A train station in Shiojiri, Japan, will launch the first wine made from grapes grown on the station in 1988.
Image from: Internet
Shiojiri City is located in Nagano Prefecture in central Japan and has a long history of association with viticulture. The prefecture is home to the Chiku River, Kikyogahara, the Japanese Alps and the Tenryu River system of wine regions, and is probably best known for its Merlot.
Back in the late 1980s, this train station planted a vineyard on platforms 3 and 4 to promote local wines to visitors to the area.
According to Japan Today, the station"s Merlot and Niagara vines are specially cultivated vine stands that are maintained by Japanese railroad staff and locals who can volunteer to help prune and harvest the grapes under the guidance of local experts.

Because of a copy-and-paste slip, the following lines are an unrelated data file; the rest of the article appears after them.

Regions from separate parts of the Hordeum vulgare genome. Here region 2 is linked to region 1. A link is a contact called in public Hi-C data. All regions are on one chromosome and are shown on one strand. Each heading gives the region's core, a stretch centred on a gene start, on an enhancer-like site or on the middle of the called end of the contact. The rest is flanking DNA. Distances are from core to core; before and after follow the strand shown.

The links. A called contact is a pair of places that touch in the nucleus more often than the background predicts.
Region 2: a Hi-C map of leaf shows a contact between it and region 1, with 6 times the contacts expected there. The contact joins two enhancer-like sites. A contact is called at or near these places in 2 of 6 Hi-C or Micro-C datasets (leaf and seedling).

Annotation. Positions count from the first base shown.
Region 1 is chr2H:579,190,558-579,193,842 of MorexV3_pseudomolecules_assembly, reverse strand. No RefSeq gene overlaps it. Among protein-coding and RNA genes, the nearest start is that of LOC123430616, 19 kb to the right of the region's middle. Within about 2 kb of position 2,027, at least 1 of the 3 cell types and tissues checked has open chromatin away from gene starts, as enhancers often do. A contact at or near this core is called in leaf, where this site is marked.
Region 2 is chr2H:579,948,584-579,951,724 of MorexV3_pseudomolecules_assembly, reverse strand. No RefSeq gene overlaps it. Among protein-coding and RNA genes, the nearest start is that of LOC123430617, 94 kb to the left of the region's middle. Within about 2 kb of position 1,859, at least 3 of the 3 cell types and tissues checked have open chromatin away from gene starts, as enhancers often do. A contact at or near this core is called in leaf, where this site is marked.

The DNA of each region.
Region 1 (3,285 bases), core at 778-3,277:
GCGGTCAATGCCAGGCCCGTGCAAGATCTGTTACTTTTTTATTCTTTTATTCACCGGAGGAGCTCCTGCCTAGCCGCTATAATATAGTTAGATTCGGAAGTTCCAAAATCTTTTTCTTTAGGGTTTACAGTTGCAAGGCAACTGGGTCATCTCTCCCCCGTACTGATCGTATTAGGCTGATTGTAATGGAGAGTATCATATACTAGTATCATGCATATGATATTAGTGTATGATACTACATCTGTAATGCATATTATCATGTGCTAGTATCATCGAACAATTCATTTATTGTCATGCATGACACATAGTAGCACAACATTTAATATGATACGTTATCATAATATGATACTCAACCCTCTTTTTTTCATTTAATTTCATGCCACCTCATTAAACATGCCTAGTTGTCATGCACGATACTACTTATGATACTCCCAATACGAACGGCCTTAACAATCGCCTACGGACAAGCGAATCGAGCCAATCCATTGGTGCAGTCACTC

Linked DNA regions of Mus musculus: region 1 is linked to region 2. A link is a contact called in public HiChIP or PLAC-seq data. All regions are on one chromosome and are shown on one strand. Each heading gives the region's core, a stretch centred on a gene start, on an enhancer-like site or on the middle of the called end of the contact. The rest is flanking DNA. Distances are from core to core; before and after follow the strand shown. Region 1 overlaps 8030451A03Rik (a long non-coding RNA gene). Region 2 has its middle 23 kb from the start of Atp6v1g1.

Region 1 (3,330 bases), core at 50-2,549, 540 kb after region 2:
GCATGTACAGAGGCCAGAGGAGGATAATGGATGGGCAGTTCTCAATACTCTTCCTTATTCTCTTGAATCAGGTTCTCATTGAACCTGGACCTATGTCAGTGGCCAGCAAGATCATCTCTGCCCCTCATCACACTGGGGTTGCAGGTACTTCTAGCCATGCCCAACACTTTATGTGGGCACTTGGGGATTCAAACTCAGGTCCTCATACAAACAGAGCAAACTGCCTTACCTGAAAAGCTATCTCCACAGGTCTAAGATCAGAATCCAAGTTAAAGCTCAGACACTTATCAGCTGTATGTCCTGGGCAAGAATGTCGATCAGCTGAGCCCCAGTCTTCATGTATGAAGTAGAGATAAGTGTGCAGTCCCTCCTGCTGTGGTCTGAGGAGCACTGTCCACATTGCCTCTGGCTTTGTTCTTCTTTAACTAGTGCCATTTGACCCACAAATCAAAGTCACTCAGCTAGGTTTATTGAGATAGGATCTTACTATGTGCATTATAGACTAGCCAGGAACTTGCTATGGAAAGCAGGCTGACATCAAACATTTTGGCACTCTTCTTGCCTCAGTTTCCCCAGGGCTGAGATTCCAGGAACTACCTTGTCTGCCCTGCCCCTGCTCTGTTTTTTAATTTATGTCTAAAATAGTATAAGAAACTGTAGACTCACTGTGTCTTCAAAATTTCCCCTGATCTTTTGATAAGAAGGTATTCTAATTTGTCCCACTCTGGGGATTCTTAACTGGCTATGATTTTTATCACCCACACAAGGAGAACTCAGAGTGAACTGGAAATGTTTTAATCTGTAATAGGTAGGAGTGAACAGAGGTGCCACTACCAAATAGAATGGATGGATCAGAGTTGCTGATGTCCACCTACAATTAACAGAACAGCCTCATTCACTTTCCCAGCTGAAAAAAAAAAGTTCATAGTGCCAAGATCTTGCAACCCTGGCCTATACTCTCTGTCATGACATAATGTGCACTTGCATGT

According to the Wine Spectator, the grapes were not previously made into wine, but were given to tourists or used by oenology students for research.
However, last year for the first time, the Japanese government decided to use the grapes for wine production to celebrate the 60th anniversary of Shiojiri's upgrade to city status. The resulting 100 bottles of wine were made by a local winery and will be released for sale this month.